Saturday, 30 August 2014

Uber answers critics

Uber, the company offering transport through a smartphone application, has come under the spotlight in recent days after Gabungan called on SPAD to act against the company, citing security and licensing issues. 

Following the backlash over its transport application, Uber said today it welcomed a chance to discuss with government officials about transport issues plaguing the Klang Valley.

It said that it would also discuss with non-governmental organisations about how the innovation could transform public transport in Kuala Lumpur.

"Having meaningful conversations based on facts is important to us," it said, adding that it appreciated the acknowledgement from the Land Public Transportation Commission (SPAD) that many users were satisfied and happy with services provided by Uber.

Gabungan deputy president Datuk Mohd Alias Abdul said other than SPAD, the police, Road Transport Department and the Malaysian Communication and Multimedia Commission should also work together to address the issue, which had affected the income of taxi drivers in the Klang Valley.

"The company does not have any business licence or office in Malaysia but has been operating in dozens of cities around the world through the Internet and smartphone application.

"‎What's worrying is that Uber does not have a taxi permit issued by SPAD and it is also believed that its drivers do not have the public service vehicle (PSV) licence," he was quoted as saying.

Saying that this was just a tactic to "try and scare Malaysians away", Uber said that these "champions of the status quo" wanted to limit the transport options for city dwellers.

"They are preventing KL from moving forward.

"Riders in 180 cities around the world are flocking to Uber because of the safety, convenience and reliability it brings to for-hire transportation. We want to keep KL moving in the safest, most efficient way possible and we will continue to put consumer choice and safety and driver opportunity first," it said.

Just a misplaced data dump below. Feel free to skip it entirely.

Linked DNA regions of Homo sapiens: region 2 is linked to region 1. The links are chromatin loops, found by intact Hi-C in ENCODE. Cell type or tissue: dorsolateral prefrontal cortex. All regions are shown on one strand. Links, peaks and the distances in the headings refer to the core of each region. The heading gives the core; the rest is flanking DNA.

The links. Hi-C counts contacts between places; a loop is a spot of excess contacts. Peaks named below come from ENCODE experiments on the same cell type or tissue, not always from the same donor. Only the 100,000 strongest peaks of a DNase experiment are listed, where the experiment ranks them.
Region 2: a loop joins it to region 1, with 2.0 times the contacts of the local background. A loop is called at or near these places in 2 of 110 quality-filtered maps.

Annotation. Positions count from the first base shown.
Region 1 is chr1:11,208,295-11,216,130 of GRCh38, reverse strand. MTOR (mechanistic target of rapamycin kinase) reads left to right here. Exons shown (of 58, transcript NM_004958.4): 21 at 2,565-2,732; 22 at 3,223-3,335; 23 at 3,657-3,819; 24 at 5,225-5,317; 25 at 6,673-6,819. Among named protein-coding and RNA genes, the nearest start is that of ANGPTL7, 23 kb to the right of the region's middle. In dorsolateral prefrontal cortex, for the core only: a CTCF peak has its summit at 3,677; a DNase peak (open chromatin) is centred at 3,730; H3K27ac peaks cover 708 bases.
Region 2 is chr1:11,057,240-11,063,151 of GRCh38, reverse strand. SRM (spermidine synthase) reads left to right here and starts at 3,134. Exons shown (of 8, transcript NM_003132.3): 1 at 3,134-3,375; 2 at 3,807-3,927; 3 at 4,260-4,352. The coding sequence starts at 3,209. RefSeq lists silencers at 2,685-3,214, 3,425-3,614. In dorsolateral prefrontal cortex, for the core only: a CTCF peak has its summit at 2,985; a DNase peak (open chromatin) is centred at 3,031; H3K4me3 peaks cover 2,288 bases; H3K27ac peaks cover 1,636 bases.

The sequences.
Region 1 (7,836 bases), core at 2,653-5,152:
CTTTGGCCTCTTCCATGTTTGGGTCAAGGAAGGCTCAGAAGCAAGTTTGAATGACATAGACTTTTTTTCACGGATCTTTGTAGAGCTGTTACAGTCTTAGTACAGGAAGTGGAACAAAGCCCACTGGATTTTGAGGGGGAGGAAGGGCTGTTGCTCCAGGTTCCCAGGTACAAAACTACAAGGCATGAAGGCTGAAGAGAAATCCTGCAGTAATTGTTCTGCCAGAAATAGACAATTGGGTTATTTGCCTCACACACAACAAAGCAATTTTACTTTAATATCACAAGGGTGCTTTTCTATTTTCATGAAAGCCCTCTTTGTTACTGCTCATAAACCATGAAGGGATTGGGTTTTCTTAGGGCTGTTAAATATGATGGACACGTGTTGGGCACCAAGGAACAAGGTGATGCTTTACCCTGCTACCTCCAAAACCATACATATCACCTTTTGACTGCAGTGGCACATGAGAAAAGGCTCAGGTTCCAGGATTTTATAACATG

Clarifying the concerns raised by Gabungan, Uber said all its drivers and their vehicles undergo "rigorous and thorough" background check and inspection.

Customers would be able to see their driver's name, licence plate number, photo and rating when a booking was confirmed, the company said, adding that they would also be able to share the real-time movement of their ride with others.

"Uber riders can rate their experience after every ride. Driver partners who do not provide a good rider experience will be removed.

"We bring competition to an industry that hasn’t evolved in years. This competition benefits riders and drivers, and raises the safety, quality and service levels offered by the industry."

SPAD chairman Tan Sri Syed Hamid Albar told The Malaysian Insider recently that the commission has received complaints and memorandums from taxi drivers in the Klang Valley who claimed Uber had affected their income.

He, however, said that the issue had to be looked into very carefully, especially since Uber’s service was popular in Malaysia because of its excellent service.

"We are still gathering facts about this and studying the matter to see what kind of laws had been breached and what action to take.”

SPAD also said there have been several issues carried by Uber, which was introduced in Kuala Lumpur nine months ago, such as using private vehicles to carry fare-paying passengers, which is an offence under the Land Public Transport Act 2010.

Some of the company's drivers did not have a public service vehicle driving licence, which is an offence under the Road Transport Act 1987.

"In an effort to reach out and ensure that Uber complies with Malaysian laws, SPAD has attempted to contact Uber by telephone and by email but to date, Uber has not responded nor replied to any of SPAD's outreach attempts," the commission said.

The commission said vehicles currently used by Uber were not covered by commercial insurance and might not go through Puspakom's semi-annual inspection. 

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